Osteoporosis is a health condition that weakens bones, making them fragile and more likely to break. It develops slowly over several years and is often only diagnosed when a fall or sudden impact causes a bone to break (fracture).
The most common injuries in people with osteoporosis are:
However, breaks can also happen in other bones, such as in the arm or pelvis. Sometimes a cough or sneeze can cause a broken rib or the partial collapse of one of the bones of the spine.
Osteoporosis is not usually painful until a bone is broken, but broken bones in the spine are a common cause of long-term pain.
Although a broken bone is often the first sign of osteoporosis, some older people develop the characteristic stooped (bent forward) posture. It happens when the bones in the spine have broken, making it difficult to support the weight of the body.
Osteoporosis can be treated with bone strengthening medicines.
Bone loss before osteoporosis (osteopenia)
The stage before osteoporosis is called osteopenia. This is when a bone density scan shows you have lower bone density than the average for your age, but not low enough to be classed as osteoporosis.
Osteopenia does not always lead to osteoporosis. It depends on many factors.
If you have osteopenia, there are steps you can take to keep your bones healthy and reduce your risk of developing osteoporosis.
Your doctor may also prescribe one of the bone-strengthening treatments that are given to people with osteoporosis, depending on how weak your bones are and your risk of breaking a bone.
Who's affected by osteoporosis?
Osteoporosis affects over 3 million people in the UK.
More than 500,000 people receive hospital treatment for fragility fractures (bones that break after falling from standing height or less) every year as a result of osteoporosis.
Causes of osteoporosis
Losing bone is a normal part of ageing, but some people lose bone much faster than normal. This can lead to osteoporosis and an increased risk of broken bones.
Women also lose bone rapidly in the first few years after the menopause. Women are more at risk of osteoporosis than men, particularly if the menopause begins early (before the age of 45) or they've had their ovaries removed.
However osteoporosis can also affect men, younger women and children.
Many other factors can also increase the risk of developing osteoporosis, including:
- taking high-dose steroid tablets for more than 3 months
- other medical conditions – such as inflammatory conditions, hormone-related conditions, or malabsorption problems
- a family history of osteoporosis – particularly a hip fracture in a parent
- long-term use of certain medicines that can affect bone strength or hormone levels, such as anti-oestrogen tablets that many women take after breast cancer
- having or having had an eating disorder such as anorexia or bulimia
- having a low body mass index (BMI)
- not exercising regularly
- heavy drinking and smoking
Read more about the causes of osteoporosis.
Diagnosing osteoporosis and osteopenia
If your doctor suspects you have osteoporosis, they can work out your future risk of breaking a bone using an online programme, such as FRAX or Q-Fracture.
Bone density scan (DEXA scan)
They may also refer you for a bone density scan to measure your bone strength. It's a short, painless procedure that takes 10 to 20 minutes, depending on the part of the body being scanned.
Your bone density can be compared to that of a healthy young adult.
The difference is calculated as a standard deviation (SD) and is called a T score.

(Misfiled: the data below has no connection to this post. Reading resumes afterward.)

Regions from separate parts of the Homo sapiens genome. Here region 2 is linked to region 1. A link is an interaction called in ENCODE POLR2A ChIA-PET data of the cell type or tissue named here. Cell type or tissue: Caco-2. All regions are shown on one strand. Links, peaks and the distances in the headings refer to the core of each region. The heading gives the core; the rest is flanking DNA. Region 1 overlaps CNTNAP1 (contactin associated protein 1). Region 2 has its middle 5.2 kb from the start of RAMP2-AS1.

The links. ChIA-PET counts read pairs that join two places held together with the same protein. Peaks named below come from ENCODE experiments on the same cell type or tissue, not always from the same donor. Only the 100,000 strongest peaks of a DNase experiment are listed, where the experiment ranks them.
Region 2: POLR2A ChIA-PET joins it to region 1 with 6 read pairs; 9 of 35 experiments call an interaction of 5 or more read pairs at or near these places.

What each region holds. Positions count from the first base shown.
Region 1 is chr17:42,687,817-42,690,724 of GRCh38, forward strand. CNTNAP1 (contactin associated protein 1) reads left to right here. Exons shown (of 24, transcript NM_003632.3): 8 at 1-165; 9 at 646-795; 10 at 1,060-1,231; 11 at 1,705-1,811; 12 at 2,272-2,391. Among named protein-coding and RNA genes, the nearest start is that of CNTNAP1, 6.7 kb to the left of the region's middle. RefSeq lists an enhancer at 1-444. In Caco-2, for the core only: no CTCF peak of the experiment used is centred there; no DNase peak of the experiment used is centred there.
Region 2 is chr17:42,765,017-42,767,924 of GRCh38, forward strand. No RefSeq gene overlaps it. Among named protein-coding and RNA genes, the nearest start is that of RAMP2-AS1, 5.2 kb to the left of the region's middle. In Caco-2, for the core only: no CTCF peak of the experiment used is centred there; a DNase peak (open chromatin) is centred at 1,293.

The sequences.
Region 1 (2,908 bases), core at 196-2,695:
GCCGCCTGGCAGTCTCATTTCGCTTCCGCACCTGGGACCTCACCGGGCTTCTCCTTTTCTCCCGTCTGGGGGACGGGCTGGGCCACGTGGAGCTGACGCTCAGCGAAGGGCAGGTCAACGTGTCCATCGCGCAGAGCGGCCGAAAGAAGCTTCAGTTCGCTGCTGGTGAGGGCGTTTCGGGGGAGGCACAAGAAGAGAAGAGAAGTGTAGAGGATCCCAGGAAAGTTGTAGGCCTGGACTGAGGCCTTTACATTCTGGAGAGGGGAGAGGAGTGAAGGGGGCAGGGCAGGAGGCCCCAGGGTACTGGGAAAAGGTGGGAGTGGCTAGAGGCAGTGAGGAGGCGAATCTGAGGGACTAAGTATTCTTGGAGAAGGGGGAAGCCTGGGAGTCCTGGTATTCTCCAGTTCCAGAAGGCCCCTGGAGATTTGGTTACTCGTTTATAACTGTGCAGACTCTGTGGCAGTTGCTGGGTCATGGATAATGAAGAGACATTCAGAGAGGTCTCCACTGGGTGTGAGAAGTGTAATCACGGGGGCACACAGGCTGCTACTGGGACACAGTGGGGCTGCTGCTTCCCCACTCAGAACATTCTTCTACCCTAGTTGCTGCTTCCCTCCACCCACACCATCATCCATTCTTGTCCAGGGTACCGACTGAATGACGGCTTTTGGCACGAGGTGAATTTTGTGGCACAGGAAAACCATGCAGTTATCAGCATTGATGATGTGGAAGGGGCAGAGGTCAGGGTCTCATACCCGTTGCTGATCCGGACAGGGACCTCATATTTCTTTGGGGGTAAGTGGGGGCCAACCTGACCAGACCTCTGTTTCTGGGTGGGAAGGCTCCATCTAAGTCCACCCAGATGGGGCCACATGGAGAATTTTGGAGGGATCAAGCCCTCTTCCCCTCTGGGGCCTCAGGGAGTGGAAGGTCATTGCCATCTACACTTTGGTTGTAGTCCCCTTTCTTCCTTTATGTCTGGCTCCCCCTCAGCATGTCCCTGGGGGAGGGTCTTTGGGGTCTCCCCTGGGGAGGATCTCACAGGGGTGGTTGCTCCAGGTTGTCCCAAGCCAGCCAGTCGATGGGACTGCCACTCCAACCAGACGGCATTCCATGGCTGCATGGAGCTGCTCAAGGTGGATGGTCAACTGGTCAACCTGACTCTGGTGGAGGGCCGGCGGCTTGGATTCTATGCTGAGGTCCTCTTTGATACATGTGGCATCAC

Standard deviation is a measure of variability based on an average or expected value. A T score of:
- above -1 SD is normal
- between -1 and -2.5 SD shows bone loss and is defined as osteopenia
- below -2.5 shows bone loss and is defined as osteoporosis
Treatment for osteoporosis is based on treating and preventing broken bones, and taking medicine to strengthen your bones.
The decision about whether you need treatment depends on your risk of breaking a bone in the future. This will be based on a number of factors such as your age, sex and the results of your bone density scan.
If you need treatment, your doctor can suggest the safest and most effective treatment plan for you.
Read more about how osteoporosis is treated.
If you're at risk of developing osteoporosis, you should take steps to help keep your bones healthy. This may include:
- taking regular exercise to keep your bones as strong as possible
- healthy eating – including foods rich in calcium and vitamin D
- taking a daily supplement containing 10 micrograms of vitamin D
- making lifestyle changes – such as giving up smoking and reducing your alcohol consumption
Read more about preventing osteoporosis.
Living with osteoporosis
To help you recover from a fracture, you can try using:
- hot and cold treatments such as warm baths and cold packs
- transcutaneous electrical nerve stimulation (TENS) – where a small battery-operated device is used to stimulate the nerves and reduce pain
- relaxation techniques
Speak to your GP or nurse if you're worried about living with a long-term condition. They may be able to answer any questions you have.
You may also find it helpful to talk to a trained counsellor or psychologist, or other people with the condition.
Read more about living with osteoporosis.
The Royal Osteoporosis Society is the UK's national charity for osteoporosis.
It has detailed information on osteoporosis prevention and treatment.
It can put you in touch with local support groups. It also has a free telephone helpline that may be particularly helpful if you're newly diagnosed with osteoporosis.
Social care and support guide
- need help with day-to-day living because of illness or disability
- care for someone regularly because they're ill, elderly or disabled, including family members
Our guide to care and support explains your options and where you can get support.
Page last reviewed: 18 June 2019
Next review due: 18 June 2022